A Thousand Pieces of You: A Review

A Thousand Pieces of You by Claudia GrayMarguerite’s parents were on the brink of a huge breakthrough with their research into traveling between parallel universes when her father is murdered and their graduate assistant Paul disappears without a trace.

When Paul disappeared he took the Firebird, the device that makes parallel universe travel possible, with him. Marguerite is left reeling from the sudden loss of her father as well as the betrayal of a boy she thought she could care about.

Determined to get revenge, Marguerite embarks on a multi-universal hunt for Paul with the help of her parents’ other assistant, Theo. As Marguerite gets closer to finding Paul she begins to realize that their lives entangle again and again in each universe.

The closer Marguerite gets to Paul, the more she begins to wonder if he really is the villain she thought in A Thousand Pieces of You (2014) by Claudia Gray.

Find it on Bookshop.

A Thousand Pieces of You is the first book in Gray’s Firebird trilogy.

Gray creates an extremely interesting premise here as she introduces readers to the concept of a multi-verse while exploring ideas of fate and destiny.

If that sounds lofty, don’t worry, the mechanics of universe travel are quickly glossed over when Marguerite explains that she is not interested in physics or science and tends to tune out when her parents get too technical. Marguerite is an artist.

While Marguerite’s interest in art is a key part of the story, it is deeply frustrating to see art and science set up as mutually exclusive. Furthermore, although again it is addressed somewhat in the story, it is deeply problematic to have Marguerite note repeatedly that she is not as smart as other characters in the book.

That isn’t Marguerite’s only problem. She is also headstrong as she makes rash assumptions about Paul, Theo and almost every other character she meets in the story. She spends a lot of the book telling readers how capable she is and how strong she is; she reminds readers that she is ready and able to do her duty and avenge her father’s death. But she’s also happy to have Theo with her because how could she possibly accomplish anything without a smart boy to help her?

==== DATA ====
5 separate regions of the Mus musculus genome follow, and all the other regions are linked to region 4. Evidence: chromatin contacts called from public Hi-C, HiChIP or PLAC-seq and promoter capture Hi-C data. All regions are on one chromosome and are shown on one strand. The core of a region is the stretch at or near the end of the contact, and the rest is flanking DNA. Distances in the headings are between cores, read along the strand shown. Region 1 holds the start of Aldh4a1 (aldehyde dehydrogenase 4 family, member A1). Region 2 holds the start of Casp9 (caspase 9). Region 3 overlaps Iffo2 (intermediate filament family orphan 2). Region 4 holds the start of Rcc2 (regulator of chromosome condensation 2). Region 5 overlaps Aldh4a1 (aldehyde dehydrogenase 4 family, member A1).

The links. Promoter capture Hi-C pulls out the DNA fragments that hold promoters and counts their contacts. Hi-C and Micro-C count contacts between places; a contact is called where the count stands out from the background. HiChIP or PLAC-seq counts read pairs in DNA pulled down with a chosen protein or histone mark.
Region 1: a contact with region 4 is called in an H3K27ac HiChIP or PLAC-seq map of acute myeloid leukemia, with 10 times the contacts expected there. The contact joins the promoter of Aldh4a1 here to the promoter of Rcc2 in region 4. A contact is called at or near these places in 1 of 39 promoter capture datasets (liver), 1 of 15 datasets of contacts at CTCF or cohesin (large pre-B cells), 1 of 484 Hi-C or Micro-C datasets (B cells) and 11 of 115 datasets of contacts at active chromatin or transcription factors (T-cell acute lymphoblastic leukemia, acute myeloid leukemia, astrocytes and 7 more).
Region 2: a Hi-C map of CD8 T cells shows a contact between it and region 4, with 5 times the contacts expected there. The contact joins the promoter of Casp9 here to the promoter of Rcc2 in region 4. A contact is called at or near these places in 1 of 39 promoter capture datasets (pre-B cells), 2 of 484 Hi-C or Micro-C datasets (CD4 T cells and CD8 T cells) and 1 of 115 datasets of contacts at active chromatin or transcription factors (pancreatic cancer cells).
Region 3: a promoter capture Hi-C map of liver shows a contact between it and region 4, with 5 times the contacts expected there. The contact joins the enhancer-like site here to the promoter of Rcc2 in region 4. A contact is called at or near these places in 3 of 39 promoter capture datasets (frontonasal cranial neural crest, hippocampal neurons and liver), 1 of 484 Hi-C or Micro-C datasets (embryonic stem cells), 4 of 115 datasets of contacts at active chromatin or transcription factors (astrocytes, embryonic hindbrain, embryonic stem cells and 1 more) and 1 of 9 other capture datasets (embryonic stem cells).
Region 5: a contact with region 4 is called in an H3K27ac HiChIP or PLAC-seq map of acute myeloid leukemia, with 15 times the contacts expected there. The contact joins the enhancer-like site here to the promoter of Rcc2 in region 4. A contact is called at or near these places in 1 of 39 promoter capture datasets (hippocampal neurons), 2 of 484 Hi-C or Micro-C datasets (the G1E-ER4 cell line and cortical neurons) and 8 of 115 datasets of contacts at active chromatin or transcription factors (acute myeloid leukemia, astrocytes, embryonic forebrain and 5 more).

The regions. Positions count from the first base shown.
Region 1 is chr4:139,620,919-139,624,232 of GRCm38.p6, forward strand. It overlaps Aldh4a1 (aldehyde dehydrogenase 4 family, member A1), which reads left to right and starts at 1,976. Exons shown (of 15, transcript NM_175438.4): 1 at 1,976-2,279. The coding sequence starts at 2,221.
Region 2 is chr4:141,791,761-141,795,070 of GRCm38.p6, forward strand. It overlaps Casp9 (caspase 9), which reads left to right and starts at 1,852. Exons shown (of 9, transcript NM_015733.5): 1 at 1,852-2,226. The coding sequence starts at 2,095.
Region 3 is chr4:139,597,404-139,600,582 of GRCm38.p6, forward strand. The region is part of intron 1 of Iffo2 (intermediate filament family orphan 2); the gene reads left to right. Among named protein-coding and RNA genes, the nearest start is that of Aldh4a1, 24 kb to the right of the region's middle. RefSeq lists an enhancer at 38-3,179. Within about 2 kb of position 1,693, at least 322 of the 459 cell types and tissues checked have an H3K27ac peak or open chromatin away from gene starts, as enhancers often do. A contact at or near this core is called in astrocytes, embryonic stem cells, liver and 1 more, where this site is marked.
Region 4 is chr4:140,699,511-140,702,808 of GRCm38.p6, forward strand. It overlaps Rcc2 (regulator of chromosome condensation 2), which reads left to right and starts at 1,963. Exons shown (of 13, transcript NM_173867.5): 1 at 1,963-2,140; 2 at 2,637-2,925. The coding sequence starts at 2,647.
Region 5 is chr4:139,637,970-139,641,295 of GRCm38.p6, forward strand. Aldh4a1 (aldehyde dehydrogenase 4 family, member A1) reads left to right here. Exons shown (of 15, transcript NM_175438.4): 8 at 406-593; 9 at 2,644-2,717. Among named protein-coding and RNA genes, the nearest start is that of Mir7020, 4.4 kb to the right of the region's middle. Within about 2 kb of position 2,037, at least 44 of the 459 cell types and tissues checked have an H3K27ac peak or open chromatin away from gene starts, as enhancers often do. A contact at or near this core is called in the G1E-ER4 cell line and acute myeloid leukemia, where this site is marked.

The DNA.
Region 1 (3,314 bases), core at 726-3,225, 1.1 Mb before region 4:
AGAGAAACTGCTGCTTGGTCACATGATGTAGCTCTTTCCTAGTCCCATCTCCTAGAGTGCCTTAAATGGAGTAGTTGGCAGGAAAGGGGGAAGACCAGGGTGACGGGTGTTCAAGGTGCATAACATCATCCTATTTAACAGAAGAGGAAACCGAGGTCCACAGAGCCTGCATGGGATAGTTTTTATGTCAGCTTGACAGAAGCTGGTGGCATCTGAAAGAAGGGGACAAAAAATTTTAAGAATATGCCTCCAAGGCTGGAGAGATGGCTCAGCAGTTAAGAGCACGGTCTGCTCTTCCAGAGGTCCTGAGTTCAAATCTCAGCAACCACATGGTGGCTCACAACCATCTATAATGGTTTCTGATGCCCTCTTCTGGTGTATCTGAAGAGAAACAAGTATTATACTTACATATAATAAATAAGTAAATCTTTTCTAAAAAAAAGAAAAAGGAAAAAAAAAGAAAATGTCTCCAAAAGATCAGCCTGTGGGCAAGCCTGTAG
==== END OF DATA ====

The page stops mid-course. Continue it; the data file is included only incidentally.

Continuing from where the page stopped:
In addition to an under-developed world, Gray gives readers a love triangle that is often painful as Marguerite’s final choice is glaringly obvious in addition to neither male lead being sufficiently well-developed to inspire any strong feelings let alone romantic ones.

The basic premise of parallel universe travel in this story is fundamentally flawed (travelers hop into or “borrow” their parallel bodies) while also serving as a central plot point in both the main story and the romance sub-plot. Weak world-building, a disappointing heroine who makes terrible decisions and a denouement that is laughably simple and incomplete further serve to diminish this book as a whole.

Readers looking for solid science fiction will be better served by other time travel/parallel universe titles. Readers who go into A Thousand Pieces of You expecting a sci-fi lite romance are likely to be much happier with this novel.

Possible Pairings: The Girl at Midnight by Melissa Grey, Planesrunner by Ian McDonald, Hourglass by Myra McEntire, Parallel by Lauren Miller, Fair Coin by E. C. Myers, Now That You’re Here by Amy K. Nichols, The Shadow Society by Marie Rutkoski, Time Between Us by Tamara Ireland Stone, All Our Yesterdays by Cristin Terrill, Pivot Point by Kasie West

8 thoughts on “A Thousand Pieces of You: A Review

  1. “While Marguerite’s interest in art is a key part of the story, it is deeply frustrating to see art and science set up as mutually exclusive. ”

    I always find this frustrating in stories, as well. It’s a very narrow way of delving into how minds work. Sometimes I think it becomes a self-fulfilling prophecy because our society is so hung up on the idea that your brain either thinks in an artistic manner, or thinks in a more logical manner. Perhaps it stems from the idea that logic is emotionless, so logical people are emotionless. Art is emotion.

    I’ve gone off on a tangent. Obviously, though, this is a point that irks me, so I’m not so sure I would be able to enjoy this book, but who knows.

    1. This one wasn’t a favorite–something made worse by the fact that I fully expected to love it. In terms of art and science I’d suggest checking out Now That You’re Here by Amy K. Nichols. It deals with the two ideas in a more nuanced way and also shows that they often go hand in hand (one character makes beautiful tesselations).

  2. YESSS I love this review! Especially your first two paragraphs – like hello have you not SEEN those bioluminescent algae forests? That’s pretty artistic of science, I think.

    Anyway. I’m pretty sure that I won’t be buying the next book. Maybe request it if it shows up on EW though!

  3. This is precisely why I have had this book on my shelf since it’s release date. I’m afraid of it. Time/universe/dimension travel is tricky so I always find it a bit over done although this concept seems new. I loathe rash decision makers and under-confident characters in general. Strike 2 right there. While I loved your review I think this one will sit a bit more. I am however very much looking forward to Sorceress by Gray.

    1. I went into this one expecting to love it which definitely made it even more disappointing. You might have a better experience since your expectations are lower.

  4. Oh darn. I do like science fiction, and I had been hoping that the beautiful cover art hid a lovely story. Now… I know. I should really just trawl your blog before I even get my hopes up about these books – you know exactly what to say to spark my interest or let me know that I’d hate the story. Ah well!

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